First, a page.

J. Mark Cline, DVM PhD
Professor of Pathology/Comparative Medicine
Vice Chair for Research, Department of Pathology
Diplomate, ACVP: Veterinary Pathology; Director, Postdoctoral Fellowships in Comparative Medicine
My work focuses on evaluation of radiation effects and cancer risk and progression through the assessment of normal tissues and cancers using a variety of experimental models. My work is preclinical and translational, moving science from bench/animal studies to early human trials. The primary model of interest for me has been the evaluation of cancer risk biomarkers and gene expression patterns in breast, uterus, cervix and prostate of nonhuman primates. I have conducted retrospective and prospective human biomarker studies in breast, uterus, and prostate. I also perform or collaborate on rodent studies of chemical or genetic carcinogenesis with a variety of investigators, encompassing mammary gland, uterus, prostate, and other tissues. In terms of interventions tested, my lab has evaluated a variety of hormonally active agents either preclinically or post-marketing, including estrogens, progestogens, selective estrogens, androgens, and other compounds, as well as a variety of dietary agents.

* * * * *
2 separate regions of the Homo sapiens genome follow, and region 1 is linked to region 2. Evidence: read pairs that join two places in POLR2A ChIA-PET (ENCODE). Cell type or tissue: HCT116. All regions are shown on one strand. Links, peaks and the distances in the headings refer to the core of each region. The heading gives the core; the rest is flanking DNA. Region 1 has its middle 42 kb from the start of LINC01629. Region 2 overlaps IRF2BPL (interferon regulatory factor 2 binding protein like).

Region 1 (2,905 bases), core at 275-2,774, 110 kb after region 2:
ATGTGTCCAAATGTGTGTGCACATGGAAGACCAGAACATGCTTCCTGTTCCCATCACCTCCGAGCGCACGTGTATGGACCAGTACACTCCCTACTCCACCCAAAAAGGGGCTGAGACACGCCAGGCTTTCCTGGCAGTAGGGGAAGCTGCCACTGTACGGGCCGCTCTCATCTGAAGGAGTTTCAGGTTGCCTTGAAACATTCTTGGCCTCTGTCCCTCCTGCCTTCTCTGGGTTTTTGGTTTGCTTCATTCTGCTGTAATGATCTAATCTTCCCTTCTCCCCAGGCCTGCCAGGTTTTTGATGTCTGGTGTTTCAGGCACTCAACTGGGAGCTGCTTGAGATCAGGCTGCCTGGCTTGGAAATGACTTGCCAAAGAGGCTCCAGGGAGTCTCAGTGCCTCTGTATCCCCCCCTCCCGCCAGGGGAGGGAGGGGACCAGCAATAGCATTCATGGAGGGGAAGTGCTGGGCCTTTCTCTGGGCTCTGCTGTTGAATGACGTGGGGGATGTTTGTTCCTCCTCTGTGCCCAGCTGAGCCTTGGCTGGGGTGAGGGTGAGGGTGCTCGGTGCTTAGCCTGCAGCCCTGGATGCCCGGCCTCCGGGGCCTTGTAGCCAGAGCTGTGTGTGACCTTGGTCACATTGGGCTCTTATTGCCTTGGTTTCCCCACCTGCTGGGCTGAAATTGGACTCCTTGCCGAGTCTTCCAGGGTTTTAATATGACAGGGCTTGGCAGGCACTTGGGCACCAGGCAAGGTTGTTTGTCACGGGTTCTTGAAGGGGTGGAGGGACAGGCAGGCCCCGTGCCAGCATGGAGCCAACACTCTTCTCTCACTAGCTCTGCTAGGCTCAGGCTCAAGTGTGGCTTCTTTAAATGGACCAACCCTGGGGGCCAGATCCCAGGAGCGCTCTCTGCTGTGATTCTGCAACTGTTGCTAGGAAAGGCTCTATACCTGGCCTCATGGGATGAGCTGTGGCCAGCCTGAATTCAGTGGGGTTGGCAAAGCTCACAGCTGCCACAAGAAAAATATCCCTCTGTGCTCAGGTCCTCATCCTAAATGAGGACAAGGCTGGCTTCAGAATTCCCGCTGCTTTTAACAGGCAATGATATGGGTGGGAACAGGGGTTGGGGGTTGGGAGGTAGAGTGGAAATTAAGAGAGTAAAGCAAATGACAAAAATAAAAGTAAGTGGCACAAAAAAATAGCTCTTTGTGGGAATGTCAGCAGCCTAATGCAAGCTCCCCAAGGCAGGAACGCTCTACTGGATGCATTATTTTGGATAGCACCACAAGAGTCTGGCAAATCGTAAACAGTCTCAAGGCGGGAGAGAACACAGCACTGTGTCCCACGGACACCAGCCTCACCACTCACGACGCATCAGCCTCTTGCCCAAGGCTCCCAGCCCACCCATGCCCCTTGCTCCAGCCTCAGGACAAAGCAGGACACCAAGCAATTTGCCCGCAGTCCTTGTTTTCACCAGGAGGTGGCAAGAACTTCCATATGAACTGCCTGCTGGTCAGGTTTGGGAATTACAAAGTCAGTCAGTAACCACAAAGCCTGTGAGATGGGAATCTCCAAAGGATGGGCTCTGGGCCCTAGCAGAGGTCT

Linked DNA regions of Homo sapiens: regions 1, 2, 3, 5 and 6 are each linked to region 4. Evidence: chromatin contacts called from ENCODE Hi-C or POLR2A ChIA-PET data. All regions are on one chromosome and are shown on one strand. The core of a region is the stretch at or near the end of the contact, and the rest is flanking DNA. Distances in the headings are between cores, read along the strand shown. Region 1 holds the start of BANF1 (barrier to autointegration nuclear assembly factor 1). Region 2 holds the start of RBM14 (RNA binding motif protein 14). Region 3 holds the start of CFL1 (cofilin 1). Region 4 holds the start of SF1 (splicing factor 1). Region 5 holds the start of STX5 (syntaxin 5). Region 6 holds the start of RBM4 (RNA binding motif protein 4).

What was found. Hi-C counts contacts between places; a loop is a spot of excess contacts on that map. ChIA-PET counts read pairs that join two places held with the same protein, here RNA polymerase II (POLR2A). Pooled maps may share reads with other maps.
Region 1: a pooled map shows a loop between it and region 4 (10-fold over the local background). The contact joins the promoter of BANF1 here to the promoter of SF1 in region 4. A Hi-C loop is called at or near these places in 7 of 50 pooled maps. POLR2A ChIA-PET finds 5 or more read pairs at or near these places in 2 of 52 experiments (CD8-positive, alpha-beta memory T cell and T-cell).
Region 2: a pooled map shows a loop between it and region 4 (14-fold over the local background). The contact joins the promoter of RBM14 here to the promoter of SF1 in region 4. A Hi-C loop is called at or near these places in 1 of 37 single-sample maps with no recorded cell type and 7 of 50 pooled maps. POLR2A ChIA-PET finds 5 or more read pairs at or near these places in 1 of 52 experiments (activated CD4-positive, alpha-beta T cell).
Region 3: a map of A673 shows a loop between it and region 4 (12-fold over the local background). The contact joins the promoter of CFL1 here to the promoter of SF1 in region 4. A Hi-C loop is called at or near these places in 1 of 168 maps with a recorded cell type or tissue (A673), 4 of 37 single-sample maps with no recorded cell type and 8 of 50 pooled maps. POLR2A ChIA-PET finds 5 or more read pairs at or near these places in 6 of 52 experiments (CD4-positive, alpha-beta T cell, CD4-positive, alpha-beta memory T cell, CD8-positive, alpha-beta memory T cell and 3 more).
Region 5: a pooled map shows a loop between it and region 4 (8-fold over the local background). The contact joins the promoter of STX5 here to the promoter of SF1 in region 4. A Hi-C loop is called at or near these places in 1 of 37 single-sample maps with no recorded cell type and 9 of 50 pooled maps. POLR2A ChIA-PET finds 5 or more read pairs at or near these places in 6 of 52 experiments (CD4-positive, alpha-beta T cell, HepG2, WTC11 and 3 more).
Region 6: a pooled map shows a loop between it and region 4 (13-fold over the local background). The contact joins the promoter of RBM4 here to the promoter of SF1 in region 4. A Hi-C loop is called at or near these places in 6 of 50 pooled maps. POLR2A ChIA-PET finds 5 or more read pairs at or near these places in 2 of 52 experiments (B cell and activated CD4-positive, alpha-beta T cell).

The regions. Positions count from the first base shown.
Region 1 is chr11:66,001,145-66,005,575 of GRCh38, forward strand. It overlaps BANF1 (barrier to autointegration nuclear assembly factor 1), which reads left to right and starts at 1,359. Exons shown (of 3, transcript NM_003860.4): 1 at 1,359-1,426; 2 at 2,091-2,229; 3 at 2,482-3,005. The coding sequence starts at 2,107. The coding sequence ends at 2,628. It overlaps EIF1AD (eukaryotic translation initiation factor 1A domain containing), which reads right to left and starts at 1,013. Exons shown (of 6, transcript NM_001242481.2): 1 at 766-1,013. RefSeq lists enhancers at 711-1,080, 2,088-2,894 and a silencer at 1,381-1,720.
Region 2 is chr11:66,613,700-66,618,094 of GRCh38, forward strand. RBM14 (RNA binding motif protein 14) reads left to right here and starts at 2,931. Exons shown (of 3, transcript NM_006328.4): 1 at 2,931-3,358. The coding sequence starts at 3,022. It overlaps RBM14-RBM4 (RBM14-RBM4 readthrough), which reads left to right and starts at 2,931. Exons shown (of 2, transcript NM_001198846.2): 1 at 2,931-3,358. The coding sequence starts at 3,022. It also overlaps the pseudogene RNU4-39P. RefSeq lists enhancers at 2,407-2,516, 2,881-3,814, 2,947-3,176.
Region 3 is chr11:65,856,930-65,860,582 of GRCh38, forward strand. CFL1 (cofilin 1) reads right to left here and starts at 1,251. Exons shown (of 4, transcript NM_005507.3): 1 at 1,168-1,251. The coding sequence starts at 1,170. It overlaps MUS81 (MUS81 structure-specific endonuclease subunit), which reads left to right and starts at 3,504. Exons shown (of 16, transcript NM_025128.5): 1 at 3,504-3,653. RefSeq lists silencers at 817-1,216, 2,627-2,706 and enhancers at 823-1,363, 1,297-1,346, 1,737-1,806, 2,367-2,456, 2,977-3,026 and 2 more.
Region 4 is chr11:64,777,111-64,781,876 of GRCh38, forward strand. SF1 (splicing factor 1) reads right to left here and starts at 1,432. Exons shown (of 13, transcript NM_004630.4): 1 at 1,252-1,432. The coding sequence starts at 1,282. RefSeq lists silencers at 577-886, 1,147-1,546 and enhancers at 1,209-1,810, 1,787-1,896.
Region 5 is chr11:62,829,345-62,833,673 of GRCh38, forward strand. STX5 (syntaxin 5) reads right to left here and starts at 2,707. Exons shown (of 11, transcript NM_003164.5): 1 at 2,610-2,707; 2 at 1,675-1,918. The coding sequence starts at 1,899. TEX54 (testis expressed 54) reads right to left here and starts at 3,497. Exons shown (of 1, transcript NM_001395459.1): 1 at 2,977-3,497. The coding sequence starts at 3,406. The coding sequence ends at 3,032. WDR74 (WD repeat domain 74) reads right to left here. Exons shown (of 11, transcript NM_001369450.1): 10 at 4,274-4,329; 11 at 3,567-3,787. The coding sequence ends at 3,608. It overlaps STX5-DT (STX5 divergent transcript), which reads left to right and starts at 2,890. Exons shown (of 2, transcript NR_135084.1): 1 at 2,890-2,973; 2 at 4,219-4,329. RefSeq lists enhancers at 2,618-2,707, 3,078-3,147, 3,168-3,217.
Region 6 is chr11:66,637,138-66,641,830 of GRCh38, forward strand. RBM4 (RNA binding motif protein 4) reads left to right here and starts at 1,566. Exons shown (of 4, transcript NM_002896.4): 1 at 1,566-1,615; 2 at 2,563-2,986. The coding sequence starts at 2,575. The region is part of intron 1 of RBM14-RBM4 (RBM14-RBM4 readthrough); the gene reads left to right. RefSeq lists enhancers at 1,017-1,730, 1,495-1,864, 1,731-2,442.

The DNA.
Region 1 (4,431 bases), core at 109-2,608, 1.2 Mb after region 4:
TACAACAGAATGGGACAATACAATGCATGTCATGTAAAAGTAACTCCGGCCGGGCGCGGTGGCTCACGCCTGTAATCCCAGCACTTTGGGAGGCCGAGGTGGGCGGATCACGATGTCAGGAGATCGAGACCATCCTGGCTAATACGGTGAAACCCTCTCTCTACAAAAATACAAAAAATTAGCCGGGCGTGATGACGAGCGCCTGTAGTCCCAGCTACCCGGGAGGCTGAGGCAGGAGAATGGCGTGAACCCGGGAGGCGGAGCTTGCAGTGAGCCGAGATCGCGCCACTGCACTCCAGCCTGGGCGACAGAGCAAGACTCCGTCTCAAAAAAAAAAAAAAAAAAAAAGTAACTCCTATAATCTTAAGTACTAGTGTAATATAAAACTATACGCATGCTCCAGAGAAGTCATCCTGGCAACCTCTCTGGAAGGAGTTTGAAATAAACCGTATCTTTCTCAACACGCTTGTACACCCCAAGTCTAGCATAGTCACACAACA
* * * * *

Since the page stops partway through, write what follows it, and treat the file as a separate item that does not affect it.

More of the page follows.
More recently I have contributed to the development of radiation countermeasures and dosimetry assessments in a post-exposure model, serving as a Primate Core for the Centers for Medical Countermeasures against Radiation. This activity allows me to apply my early radiation oncology training with my interest in primates, to create a unique national resource for the “adoption” and long-term study and care of previously-irradiated animals. I seek to further develop long-term populations of primates for study of chronic degenerative and neoplastic diseases, in support of research initiatives in cancer treatment, diabetes/metabolic disease, and chronic neurodegenerative disorders.
I have a particular interest in the study of spontaneously-occuring cancers in nonhuman primates, viewing these animals as patients. These fascinating animals provide a unique opportunity to study cancer risk, prevention, and treatment in a species with close genetic similarity to human beings.
Link to PubMed Database